It also took me back to almost the exact same time a year ago when I was admitted to hospital for 4 days with chronic diarrhoea, the cause of which was unknown. It started when I was on a short break in the Algarve. I thought it would get better when I got back but it didn’t, it got worse and so I rang the doctor on the haematology ward and she said that I should probably go to A&E. It was Saturday night and I didn’t want to go and sit for hours in A&E  so she agreed I should go first thing on Sunday morning if it wasn’t improving.

I drove myself there on Sunday morning expecting to be back in a few hours as I had planned to go with friends to the Chorlton Open Gardens Day (why I thought I was going to be able to attend that is beyond me) but I ended up being admitted, put on a drip and blood and stool samples taken.

Because of my infection and risk of infection due to just completing my last round of chemotherapy I was put in an isolation room on the Medical Assessment Unit which is a pretty dismal ward where people are put because there is nowhere else for them to go and they cant stay in A&E. I had to call some friends to bring some pyjamas in for me and some other stuff and drive my car to another car park.  The room was hot, small, stuffy and noisy.

I then got moved to a room on the acute medical ward and spent another couple of days there. it had a pay TV so at least I could watch Wimbledon. They weren’t giving me any antibiotics to treat it until they had established the cause. It was at the time of the outbursts of ecoli in Europe which was eventually linked to a bean sprout producer in Germany I think so the medics were concerned that it could have been ecoli but then ruled it out as there were no reported outbreaks in Portugal and tests were negative.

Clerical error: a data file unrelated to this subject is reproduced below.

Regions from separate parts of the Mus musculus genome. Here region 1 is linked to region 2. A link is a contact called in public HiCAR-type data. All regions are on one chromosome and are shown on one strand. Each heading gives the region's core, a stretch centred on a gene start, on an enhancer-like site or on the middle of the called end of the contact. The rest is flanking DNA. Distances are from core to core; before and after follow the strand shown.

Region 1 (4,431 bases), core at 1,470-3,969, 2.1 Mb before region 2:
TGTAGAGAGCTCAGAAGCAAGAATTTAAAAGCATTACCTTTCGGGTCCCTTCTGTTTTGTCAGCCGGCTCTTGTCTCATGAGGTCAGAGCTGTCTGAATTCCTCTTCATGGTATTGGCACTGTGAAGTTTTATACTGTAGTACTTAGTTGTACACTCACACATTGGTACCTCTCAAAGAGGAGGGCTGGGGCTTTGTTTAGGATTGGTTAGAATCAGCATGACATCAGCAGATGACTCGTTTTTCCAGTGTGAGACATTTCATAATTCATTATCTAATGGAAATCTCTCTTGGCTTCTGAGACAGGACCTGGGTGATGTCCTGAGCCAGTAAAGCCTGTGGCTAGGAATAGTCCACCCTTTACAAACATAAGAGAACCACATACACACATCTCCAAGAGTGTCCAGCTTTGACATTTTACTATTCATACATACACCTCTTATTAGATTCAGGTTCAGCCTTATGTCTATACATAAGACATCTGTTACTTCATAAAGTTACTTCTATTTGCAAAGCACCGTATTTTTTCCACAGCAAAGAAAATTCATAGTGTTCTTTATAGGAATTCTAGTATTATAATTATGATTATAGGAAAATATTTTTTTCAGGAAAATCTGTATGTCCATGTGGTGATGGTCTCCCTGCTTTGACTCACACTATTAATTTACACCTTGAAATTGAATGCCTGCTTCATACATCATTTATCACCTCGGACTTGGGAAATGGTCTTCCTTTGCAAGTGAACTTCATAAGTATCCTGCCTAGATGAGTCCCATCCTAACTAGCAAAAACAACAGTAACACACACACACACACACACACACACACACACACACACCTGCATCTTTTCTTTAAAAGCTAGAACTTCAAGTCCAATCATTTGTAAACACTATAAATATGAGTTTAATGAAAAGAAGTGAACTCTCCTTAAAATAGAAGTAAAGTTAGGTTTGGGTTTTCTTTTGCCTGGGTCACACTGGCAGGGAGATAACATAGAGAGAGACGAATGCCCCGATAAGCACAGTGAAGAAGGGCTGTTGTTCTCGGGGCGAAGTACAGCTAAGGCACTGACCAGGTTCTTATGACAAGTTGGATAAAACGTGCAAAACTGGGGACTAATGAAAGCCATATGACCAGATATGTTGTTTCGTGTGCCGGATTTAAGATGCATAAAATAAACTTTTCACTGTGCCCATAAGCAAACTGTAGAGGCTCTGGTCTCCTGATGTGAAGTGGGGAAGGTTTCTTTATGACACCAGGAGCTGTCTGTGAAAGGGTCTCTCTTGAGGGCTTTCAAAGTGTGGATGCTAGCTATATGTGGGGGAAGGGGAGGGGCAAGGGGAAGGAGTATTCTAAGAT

The only good thing about being in hospital is that I bumped into my haematology consultant whilst I was having a walkabout and she told me that there was good news about the results of my bone marrow biopsy which I had done the week before.  There needed to be less than 10% abnormal cells before I could proceed to the stem cell transplant stage of my treatment and when I saw her in clinic on Friday she confirmed it was less than 5%.  So I was discharged on 22 June with some phosphate supplements as my phosphates were low and then gradually got better but running to the toilet 14/15 times a day is not a pleasant experience! Below is an extract from my discharge sheet.

So with having a compromised immune system I was worried that I was going to end up in hospital again but this time my body fought it and I recovered within 48 hours and also was able to attend the Chorlton Open Gardens this year which was on Sunday 24th June. About 25 gardens in Chorlton were open to the public in aid of Freedom against Torture Charity and I managed to get round 15 of them, all of which were lovely, some of which were stunning and inspiring. Here is a photo of a pond I particularly liked.

So all good again.  I think I was particularly anxious this time because of the uncanny timing with the episode last year, the symptoms of fatigue and shortness of breath which were part and parcel of my infection which I was worried was to do with my kidneys and because over the last two months or so 4 people of around my age with myeloma that I know of have died because of serious infections. When I hear about this I feel extremely sad for them and their families, scared and down too because it is a reminder of what may happen to me. Not likely whilst in remission but I DONT KNOW HOW LONG THAT IS GOING TO LAST! I have a clinic appointment next Friday when I should find out my latest free light chain results, wish I could stop feeling anxious.

Just read a very good quote from Daily Encouragement by Daisaku Ikeda which a facebook friend posted.

The important thing is to advance brightly and strive to be victorious at each moment, right where we are; to begin something here and now instead of fretting and worrying over what will happen. This is the starting point for transforming our lives.

This was such a timely post for me, thanks RF!